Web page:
The Big Sandy Mountaineer -

EMT trains for football injuries

 

August 28, 2019

Courtesy photo EMT, Ken Denning tends to Pioneer football player, Braydon Cline, during the EMT training.

There will always be two EMT personnel at the football games. They have the best seats in the house. They have 10 active EMT members Krystyl Kulbeck, Medical Director; Dusty Allderdice, Service Manager; Melanie Schwarzbach; Heather Pleninger; Paula Amsbaugh; Nathan Merrill; Maggie Cline; Tim Bahnmiller; Ken Denning, and Larry Ophus. Dusty Allderdice said, "we also get support from the Big Sandy Firemen. They help us when we need lifting assistance, vehicle accidents, or drivers." She also said that everybody does their part and that they have excellent coverage on all ambulance runs. They have between 8-10 ambulance runs a month.

During their last EMT meeting, they practiced taking a football helmet and football pads off a football player while stabilizing his neck. During the practice, they realized different helmets used different tools. They had all the tools they needed; they just needed to locate it.

Besides training for stabilizing the football player, they have also had training on head injuries. Concussions are the most common head injury, and they have been trained on what to look for after a hard hit. According to the American Association of Neurological Surgeons, "People with concussions often cannot remember what happened immediately before or after the injury and may act confused. A concussion can affect memory, judgment, reflexes, speech, balance, and muscle coordination. Paramedics and athletic trainers who suspect a person has suffered a concussion may ask the injured person if they know their name, what month/year it is and where they are."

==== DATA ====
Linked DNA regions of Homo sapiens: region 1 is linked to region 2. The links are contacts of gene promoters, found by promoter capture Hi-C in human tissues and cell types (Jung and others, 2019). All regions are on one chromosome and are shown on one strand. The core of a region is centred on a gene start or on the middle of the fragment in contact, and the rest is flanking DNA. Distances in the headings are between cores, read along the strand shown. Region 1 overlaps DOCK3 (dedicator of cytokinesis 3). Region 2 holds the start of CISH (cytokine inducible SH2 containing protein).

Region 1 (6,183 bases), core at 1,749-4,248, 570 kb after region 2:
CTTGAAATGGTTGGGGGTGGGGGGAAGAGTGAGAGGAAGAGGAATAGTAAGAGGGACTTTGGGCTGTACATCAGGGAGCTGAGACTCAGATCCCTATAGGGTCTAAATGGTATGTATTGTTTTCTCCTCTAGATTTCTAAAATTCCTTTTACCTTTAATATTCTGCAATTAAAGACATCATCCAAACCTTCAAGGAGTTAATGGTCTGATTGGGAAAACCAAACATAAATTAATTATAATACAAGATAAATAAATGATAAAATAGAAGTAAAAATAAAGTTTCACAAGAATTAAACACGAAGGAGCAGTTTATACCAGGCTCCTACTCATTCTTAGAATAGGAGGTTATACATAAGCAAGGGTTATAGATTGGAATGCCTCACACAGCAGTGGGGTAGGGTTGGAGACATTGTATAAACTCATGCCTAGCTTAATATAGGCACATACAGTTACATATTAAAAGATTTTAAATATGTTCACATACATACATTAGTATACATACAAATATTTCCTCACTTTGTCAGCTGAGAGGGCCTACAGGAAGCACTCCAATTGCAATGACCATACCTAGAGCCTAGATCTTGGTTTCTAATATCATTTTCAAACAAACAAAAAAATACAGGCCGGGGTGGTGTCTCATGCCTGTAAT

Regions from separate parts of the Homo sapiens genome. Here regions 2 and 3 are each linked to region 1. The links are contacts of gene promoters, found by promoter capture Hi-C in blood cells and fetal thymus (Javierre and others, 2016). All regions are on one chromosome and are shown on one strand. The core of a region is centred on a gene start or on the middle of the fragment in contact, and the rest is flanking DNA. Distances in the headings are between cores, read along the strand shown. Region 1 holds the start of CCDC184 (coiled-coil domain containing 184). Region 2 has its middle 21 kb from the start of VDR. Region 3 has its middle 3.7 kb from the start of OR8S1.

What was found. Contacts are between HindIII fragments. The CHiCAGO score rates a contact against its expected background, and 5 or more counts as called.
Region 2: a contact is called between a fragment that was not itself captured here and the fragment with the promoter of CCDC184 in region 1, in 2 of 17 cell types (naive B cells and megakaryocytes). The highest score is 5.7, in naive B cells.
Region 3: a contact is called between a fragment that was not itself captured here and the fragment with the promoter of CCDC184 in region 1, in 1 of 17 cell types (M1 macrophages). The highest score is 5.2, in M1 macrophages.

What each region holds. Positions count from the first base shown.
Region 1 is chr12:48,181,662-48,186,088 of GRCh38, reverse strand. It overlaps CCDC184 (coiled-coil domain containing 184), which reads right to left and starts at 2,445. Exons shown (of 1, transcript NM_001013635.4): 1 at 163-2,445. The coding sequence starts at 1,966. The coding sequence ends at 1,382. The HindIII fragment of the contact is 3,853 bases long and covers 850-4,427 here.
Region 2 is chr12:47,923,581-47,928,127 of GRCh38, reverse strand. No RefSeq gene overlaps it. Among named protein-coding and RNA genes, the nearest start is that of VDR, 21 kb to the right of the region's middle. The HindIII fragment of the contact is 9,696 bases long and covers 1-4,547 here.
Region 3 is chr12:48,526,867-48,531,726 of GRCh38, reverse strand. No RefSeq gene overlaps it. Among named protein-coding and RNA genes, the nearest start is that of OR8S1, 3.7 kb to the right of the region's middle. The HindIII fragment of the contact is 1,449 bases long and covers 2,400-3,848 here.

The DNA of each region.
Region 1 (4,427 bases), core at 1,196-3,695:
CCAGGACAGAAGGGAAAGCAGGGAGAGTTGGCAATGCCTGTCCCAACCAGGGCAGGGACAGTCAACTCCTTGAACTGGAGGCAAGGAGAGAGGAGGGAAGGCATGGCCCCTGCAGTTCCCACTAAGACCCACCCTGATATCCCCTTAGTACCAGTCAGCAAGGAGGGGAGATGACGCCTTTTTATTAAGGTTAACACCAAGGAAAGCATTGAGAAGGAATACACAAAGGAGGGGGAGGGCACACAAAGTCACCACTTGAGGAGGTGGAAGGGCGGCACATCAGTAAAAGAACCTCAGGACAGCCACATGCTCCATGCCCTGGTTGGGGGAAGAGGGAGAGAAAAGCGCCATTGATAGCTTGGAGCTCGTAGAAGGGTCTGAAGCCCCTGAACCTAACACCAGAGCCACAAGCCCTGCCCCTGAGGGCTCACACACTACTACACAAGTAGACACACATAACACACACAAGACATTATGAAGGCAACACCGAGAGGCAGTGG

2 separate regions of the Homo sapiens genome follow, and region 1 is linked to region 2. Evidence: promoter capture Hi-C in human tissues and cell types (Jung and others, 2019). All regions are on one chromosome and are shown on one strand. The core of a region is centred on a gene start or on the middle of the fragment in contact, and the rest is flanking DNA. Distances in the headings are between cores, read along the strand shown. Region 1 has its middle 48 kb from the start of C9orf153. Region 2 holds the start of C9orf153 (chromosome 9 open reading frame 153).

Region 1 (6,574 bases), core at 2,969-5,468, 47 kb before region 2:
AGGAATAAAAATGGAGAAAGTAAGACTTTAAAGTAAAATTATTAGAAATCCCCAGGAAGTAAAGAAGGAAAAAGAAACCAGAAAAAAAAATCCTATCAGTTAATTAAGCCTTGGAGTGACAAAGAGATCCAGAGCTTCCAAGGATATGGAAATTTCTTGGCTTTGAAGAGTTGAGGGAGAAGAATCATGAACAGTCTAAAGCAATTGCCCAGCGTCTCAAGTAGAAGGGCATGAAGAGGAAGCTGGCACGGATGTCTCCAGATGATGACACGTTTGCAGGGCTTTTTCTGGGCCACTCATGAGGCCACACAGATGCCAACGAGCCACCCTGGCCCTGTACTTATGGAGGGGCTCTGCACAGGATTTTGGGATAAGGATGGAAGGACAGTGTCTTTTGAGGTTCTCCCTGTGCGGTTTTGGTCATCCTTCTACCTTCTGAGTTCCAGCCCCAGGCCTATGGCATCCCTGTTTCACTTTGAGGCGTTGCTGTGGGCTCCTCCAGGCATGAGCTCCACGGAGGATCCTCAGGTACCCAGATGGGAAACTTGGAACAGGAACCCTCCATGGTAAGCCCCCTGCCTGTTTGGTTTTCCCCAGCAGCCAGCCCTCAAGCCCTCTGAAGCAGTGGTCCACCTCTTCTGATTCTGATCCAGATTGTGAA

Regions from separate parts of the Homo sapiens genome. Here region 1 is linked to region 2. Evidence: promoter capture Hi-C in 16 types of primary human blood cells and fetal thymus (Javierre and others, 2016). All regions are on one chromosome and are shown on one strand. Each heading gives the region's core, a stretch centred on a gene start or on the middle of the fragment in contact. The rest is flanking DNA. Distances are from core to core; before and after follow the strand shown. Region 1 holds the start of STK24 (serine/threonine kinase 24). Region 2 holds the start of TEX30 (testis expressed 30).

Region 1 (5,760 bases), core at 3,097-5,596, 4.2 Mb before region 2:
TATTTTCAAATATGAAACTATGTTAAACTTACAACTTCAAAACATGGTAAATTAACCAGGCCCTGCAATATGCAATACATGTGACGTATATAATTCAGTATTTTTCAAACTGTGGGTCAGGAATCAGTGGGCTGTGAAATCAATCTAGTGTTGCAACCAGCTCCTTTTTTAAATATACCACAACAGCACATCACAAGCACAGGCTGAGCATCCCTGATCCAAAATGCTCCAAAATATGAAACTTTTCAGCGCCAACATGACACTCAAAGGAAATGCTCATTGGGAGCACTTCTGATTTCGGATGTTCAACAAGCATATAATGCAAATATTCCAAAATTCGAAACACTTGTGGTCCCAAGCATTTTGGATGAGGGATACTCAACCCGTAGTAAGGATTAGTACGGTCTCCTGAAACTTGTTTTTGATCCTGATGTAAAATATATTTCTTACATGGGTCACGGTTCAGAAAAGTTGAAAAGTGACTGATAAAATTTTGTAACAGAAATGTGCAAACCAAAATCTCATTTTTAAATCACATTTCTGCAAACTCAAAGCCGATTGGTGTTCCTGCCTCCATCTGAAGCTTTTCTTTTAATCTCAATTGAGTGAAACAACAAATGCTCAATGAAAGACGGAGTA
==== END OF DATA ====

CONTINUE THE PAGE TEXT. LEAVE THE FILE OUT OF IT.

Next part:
The site also stated, "According to the University of Pittsburgh's Brain Trauma Research Center, estimates show that between four and 20 percent of college and high school football players will sustain a brain injury over the course of one season. The risk of concussion in football is three to six times higher in players who have had a previous concussion.

Dusty said, "we do the training to perfect our skills and hope we never use them."

They also discussed the offer by Angle Johnson, Chouteau County Health Department to come to Big Sandy and give booster shots for immunizations to all first responders. The booster shots are open to all fireman and EMT personal.

Larry Ophus has written a grant for a new ambulance in Big Sandy, and they will know at the end of August if they are receiving a new ambulance or not.

 
 

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